Over the next few years, we plan to nearly triple the territory we cover, extending from southern Colombia through Ecuador and Peru to Bolivia.

We are relying on you to join us as we fight to save the greatest treasure trove of life on Earth. By giving to NCI, you can help prevent irreparable damage to our environment, the extinction of exceptional species, and the disappearance of ancient cultures.

Colombia

Over 300 different ecosystems are found in Colombia. It houses nearly 10% of the planet’s biodiversity on less than 1% of its land mass, and leads the world in a number of categories. For instance it is home to an astonishing 1,900 bird species – double that of the U.S. and more than any other country – making the conservation of Colombia’s ecosystems a global priority.

Colombia is also home to over 90 different indigenous groups, including the Wayuu who live in the desert of La Guajira and the Cofán Pueblo found in the foothills of the Amazon. Despite this miraculous array of cultural and biological diversity, Colombia’s unique species and indigenous people face threats from extractive industries such as oil, mining and illegal logging.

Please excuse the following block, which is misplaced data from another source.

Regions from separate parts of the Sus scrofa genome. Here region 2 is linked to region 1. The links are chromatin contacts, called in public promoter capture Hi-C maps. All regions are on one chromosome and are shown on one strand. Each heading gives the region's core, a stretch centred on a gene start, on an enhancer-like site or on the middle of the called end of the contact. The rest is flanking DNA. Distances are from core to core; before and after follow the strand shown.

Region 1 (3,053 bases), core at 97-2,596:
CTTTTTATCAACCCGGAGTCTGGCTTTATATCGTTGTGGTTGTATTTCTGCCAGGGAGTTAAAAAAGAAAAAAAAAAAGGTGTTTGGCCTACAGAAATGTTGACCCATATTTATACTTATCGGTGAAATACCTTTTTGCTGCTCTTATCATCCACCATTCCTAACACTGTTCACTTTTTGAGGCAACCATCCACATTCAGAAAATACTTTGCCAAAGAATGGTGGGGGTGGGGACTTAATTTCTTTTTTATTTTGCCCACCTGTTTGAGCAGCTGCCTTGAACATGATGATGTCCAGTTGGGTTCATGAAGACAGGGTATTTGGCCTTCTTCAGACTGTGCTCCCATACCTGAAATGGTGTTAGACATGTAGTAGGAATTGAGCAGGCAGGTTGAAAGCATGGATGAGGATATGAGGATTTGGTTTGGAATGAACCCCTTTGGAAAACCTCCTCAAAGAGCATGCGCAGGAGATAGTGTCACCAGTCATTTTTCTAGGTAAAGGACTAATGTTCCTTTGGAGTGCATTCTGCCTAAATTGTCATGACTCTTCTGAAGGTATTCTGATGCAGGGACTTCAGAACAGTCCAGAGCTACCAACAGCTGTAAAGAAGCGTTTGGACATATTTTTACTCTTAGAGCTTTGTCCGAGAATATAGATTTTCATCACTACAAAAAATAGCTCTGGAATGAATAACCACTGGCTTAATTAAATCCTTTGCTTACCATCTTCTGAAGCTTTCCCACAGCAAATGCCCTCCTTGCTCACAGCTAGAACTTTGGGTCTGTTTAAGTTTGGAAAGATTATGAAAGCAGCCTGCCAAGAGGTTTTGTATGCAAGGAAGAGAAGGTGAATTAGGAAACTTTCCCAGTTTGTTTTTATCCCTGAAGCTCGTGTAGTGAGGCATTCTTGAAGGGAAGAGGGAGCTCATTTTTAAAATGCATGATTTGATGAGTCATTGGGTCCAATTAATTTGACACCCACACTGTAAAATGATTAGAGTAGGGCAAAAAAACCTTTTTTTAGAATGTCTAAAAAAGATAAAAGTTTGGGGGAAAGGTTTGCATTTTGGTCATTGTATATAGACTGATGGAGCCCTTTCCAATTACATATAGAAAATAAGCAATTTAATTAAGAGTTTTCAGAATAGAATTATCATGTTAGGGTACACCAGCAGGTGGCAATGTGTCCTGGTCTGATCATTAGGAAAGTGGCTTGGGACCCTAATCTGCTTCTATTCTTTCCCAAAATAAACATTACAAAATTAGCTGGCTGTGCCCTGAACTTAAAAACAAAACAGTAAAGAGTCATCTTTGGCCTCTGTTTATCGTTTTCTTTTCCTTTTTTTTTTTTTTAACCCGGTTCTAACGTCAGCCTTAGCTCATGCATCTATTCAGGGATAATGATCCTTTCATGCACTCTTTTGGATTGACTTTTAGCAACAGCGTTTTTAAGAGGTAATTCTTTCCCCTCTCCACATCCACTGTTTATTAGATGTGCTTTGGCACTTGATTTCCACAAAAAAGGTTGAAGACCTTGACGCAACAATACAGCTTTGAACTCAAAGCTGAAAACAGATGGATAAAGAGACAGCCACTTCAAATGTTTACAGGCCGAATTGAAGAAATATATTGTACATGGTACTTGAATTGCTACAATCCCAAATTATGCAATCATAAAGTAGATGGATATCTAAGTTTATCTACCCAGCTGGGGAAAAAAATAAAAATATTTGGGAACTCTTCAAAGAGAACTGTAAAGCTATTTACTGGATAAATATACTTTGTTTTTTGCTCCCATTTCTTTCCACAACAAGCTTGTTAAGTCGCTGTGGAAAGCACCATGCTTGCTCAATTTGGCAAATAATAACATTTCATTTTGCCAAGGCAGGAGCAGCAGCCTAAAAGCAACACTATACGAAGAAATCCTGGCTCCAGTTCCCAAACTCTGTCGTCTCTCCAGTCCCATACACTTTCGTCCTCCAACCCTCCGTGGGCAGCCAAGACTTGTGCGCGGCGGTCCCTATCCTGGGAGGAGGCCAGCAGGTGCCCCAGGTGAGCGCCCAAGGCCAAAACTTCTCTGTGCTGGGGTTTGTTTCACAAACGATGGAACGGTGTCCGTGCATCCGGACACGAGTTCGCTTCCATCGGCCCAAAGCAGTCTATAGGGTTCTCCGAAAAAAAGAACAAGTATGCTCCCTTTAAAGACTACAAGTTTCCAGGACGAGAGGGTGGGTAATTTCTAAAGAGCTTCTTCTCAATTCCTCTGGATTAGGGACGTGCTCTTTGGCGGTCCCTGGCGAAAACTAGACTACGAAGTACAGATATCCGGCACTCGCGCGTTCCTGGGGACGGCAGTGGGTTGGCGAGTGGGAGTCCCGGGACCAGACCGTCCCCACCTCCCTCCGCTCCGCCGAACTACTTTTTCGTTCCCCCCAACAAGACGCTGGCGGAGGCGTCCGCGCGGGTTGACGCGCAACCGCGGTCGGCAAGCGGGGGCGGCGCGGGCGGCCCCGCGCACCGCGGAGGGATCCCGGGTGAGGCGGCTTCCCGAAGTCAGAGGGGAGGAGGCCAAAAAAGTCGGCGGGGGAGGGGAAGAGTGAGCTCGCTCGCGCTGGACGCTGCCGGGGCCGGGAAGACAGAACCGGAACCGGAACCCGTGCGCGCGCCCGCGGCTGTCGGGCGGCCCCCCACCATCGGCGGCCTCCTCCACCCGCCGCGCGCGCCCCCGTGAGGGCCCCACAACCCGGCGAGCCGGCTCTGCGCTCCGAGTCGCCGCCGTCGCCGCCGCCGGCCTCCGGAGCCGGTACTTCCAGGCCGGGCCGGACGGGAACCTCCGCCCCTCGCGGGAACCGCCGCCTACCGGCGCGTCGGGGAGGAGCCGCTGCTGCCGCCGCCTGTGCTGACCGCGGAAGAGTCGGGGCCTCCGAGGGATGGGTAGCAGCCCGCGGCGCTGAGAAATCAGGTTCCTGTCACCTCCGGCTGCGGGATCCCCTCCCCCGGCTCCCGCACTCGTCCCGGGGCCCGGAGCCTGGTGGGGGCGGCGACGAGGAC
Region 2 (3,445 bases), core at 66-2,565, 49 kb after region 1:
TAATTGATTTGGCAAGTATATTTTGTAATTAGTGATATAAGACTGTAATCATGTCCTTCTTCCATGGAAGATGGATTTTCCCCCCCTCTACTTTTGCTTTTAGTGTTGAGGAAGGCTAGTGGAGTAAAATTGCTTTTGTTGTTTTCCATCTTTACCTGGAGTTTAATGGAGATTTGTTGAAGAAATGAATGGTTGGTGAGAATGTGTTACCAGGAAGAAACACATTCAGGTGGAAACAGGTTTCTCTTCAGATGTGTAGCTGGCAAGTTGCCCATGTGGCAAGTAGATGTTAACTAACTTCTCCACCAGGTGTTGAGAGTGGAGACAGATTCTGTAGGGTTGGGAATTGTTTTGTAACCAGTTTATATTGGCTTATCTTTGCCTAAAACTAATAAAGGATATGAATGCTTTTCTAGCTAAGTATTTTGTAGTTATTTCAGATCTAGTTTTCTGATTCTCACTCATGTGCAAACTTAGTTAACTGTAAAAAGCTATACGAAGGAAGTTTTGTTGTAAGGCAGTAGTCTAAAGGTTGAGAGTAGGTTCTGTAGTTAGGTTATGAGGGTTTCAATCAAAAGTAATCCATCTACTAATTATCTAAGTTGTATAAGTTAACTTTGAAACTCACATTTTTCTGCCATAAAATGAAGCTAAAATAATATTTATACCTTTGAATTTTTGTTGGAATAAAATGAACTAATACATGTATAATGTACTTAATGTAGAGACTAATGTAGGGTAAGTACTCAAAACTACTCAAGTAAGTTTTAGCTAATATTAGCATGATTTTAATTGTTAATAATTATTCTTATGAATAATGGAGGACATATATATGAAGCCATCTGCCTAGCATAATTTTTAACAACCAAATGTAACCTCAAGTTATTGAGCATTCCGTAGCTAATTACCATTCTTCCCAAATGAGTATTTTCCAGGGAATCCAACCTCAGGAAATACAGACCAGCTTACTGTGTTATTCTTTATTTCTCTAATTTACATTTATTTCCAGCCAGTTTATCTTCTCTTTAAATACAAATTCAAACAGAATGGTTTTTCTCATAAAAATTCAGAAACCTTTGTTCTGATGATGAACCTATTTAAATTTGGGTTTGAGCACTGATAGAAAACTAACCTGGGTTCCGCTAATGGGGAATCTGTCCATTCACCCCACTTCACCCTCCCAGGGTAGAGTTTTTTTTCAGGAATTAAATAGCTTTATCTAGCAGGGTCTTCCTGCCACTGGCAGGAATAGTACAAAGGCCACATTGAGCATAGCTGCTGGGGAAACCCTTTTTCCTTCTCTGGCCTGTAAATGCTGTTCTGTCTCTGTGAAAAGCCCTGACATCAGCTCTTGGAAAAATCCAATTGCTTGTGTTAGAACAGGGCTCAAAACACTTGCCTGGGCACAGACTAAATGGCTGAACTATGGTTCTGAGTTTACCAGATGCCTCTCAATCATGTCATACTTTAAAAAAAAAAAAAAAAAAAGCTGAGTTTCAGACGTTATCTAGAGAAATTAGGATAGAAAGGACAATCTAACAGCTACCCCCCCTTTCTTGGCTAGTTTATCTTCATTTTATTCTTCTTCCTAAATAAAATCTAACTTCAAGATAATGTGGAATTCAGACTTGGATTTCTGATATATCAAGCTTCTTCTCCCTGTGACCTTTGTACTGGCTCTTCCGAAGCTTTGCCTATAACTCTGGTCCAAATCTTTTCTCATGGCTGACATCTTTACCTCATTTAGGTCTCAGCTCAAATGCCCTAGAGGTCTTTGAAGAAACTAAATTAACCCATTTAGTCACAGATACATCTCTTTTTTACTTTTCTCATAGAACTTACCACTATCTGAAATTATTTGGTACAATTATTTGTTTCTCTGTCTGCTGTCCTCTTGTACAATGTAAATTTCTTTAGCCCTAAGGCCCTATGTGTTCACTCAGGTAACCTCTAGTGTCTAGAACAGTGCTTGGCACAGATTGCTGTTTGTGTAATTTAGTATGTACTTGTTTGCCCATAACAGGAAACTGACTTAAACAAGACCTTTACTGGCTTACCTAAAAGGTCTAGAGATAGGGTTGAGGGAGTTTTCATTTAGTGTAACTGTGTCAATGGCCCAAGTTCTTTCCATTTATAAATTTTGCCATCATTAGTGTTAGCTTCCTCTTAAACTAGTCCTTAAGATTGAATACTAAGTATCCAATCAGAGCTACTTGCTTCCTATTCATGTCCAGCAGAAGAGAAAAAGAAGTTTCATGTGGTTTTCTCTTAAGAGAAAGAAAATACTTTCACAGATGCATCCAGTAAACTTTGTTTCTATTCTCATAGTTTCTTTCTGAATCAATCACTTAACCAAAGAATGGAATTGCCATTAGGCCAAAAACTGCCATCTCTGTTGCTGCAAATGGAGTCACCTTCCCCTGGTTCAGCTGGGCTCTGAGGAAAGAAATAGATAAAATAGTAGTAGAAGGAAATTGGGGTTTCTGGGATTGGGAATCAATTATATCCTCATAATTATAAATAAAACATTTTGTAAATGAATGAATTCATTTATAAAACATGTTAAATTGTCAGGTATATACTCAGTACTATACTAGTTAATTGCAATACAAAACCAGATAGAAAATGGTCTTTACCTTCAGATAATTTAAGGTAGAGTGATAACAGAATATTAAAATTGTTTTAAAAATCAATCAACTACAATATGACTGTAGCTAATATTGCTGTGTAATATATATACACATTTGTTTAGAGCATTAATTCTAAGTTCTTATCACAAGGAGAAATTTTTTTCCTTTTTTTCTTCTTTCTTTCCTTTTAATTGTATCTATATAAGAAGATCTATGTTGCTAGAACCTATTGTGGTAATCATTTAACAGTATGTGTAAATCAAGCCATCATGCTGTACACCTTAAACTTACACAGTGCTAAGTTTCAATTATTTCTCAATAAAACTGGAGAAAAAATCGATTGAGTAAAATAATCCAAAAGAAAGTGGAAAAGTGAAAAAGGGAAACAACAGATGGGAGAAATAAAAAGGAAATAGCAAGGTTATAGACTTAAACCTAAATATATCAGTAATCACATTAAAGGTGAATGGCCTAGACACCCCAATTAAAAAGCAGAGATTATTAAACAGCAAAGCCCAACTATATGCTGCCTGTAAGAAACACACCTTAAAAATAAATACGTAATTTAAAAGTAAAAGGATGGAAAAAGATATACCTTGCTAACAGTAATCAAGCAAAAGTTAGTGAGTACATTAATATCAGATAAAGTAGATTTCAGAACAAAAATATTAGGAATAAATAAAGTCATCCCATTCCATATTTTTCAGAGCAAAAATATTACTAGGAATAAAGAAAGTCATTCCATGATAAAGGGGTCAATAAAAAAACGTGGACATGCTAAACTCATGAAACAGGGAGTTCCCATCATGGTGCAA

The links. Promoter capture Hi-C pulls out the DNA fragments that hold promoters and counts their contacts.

However, over half of the country’s forests are still intact, and the national government has mandated that each region create a system of protected areas. As peace takes hold after years of conflict, we see a major opportunity for conservation, and NCI and Colombia’s regional environmental authorities are seizing this opportunity together. To date we have established partnerships in Nariño and Antioquia to fund the creation of six protected areas spanning nearly 200,000 acres.

Bolivia

Located in the heart of South America, Bolivia boasts incredible biodiversity resulting from its variation in topography, ranging from high elevation cloud forests to low-lying dry forests and savannas. Bolivia is home to nearly 200 different ecosystems, which remain strongholds for iconic species such as the jaguar, spectacled bear, Andean condor and giant otter.

Bolivia is also known for its cultural diversity, with 33 indigenous groups. While in the past, traditional industries were once compatible with conservation, now extractive industries such as mining and timber are degrading the environment at a rapid pace. Deforestation has led to a decline in water quality as well as severe erosion, both of which threaten local people and infrastructure.

In 2014, we established an official partnership with the local NGO Natura Bolivia, a conservation organization that shares our ethic of working with local communities and municipal governments to create protected areas and promote sustainable development. In 2016, the 665,000 acre Heroes of the Chaco Historical and Wildlife Reserve was established. Now, we are working toward the creation of additional reserves that will link key areas through conservation corridors.